Welsh Language in Ruthin Under Threat?

Interesting developments from North Wales. Earlier this year the council decided it would shut the Denbighshire town of Ruthin’s two primary schools and merge them into one new school. One of the schools earmarked for closure is a ‘Category One’, Welsh language school. The other school is a ‘Category Two’ dual stream Welsh/English school, where parents choose either to have their children educated in English or Welsh. Apparently, 80% of parents with children currently in this school choose the Welsh stream. The proposed merged school is also set to be a Category Two school, thus removing the possibility of Welsh only education in the town. Ruthin locals fought the merger, arguing that the Category One school is necessary to protect Welsh language.

This is interesting for a number of reasons, not least because even in an area of relatively high Welsh language use (42% in Ruthin are Welsh speakers) the perceived threat from English is obviously a worry. For me this underscores the difficulty of maintaining diverse language practices in the presence of a very dominant prestige language. If Wales (which has made enormous progress in re-envigorating Welsh language education in the past 30 years or so) is worried, one can only imagine the challenge for other minority languages.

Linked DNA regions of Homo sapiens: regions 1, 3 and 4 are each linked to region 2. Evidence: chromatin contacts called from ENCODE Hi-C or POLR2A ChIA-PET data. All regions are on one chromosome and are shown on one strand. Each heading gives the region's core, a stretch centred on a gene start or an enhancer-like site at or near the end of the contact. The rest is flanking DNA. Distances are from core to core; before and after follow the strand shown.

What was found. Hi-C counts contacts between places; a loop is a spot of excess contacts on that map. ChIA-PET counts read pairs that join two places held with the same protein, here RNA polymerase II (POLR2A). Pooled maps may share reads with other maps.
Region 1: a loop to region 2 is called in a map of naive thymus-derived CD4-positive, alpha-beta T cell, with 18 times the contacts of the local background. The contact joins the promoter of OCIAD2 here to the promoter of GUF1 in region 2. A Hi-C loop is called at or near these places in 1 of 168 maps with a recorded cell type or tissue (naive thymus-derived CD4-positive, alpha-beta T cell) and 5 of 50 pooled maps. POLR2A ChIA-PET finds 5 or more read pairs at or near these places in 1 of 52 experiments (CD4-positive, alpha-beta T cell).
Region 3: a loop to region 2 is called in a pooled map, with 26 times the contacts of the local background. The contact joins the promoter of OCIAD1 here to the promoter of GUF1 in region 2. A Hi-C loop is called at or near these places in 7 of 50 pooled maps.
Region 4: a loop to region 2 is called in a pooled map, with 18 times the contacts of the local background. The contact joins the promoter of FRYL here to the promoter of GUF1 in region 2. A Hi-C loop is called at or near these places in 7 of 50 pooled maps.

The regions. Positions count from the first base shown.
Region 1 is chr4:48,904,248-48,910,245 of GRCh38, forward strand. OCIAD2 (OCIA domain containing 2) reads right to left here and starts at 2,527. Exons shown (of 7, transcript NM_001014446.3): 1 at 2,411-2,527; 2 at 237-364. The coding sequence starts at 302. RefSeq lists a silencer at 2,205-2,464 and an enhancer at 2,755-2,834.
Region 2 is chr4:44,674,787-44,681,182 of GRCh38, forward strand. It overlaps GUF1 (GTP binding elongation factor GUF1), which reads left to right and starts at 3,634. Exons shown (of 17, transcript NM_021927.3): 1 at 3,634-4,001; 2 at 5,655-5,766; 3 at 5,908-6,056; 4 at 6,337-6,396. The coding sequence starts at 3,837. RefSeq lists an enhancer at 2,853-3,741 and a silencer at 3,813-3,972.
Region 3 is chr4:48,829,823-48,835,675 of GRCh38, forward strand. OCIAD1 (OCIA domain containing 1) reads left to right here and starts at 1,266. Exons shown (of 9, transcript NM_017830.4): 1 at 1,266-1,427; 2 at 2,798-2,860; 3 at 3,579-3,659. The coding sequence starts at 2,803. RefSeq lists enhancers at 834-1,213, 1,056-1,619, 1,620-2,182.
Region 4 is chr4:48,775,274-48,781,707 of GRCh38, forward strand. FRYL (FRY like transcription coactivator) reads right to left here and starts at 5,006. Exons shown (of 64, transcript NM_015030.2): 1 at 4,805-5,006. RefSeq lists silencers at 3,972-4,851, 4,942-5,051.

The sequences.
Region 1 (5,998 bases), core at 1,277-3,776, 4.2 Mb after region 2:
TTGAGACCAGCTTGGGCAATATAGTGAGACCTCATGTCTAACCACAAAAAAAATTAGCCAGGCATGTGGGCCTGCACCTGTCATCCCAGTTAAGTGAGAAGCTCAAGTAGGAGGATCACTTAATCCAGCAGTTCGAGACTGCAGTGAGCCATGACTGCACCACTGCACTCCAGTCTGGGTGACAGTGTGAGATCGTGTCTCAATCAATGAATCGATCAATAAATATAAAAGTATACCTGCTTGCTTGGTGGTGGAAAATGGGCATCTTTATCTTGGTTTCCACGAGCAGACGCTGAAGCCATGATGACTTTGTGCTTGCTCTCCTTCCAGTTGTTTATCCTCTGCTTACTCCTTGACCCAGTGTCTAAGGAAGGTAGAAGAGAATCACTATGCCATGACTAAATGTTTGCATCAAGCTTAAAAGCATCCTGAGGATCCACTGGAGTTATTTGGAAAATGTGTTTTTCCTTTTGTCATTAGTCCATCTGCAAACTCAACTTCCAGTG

I’d be interested in seeing evidence to help understand what sort of effect the closure of Category One schools in favour of Category Two schools has on Welsh language use. The fear articulated by opponents of the merger is that “the natural dynamic [of Category Two schools] will mean that Welsh-speaking pupils will turn to English”. Denbighshire council, on the other hand says that it believes that the Title Two school will “help generate more Welsh speakers.”

We watch with interest.

For more on Welsh language schooling in Ruthin see this post, which I wrote a while back when the head of an independent school in the area drew the ire of locals by suggesting that Welsh language schools harm the prospects of their children. By my calculations, he had his facts wrong.


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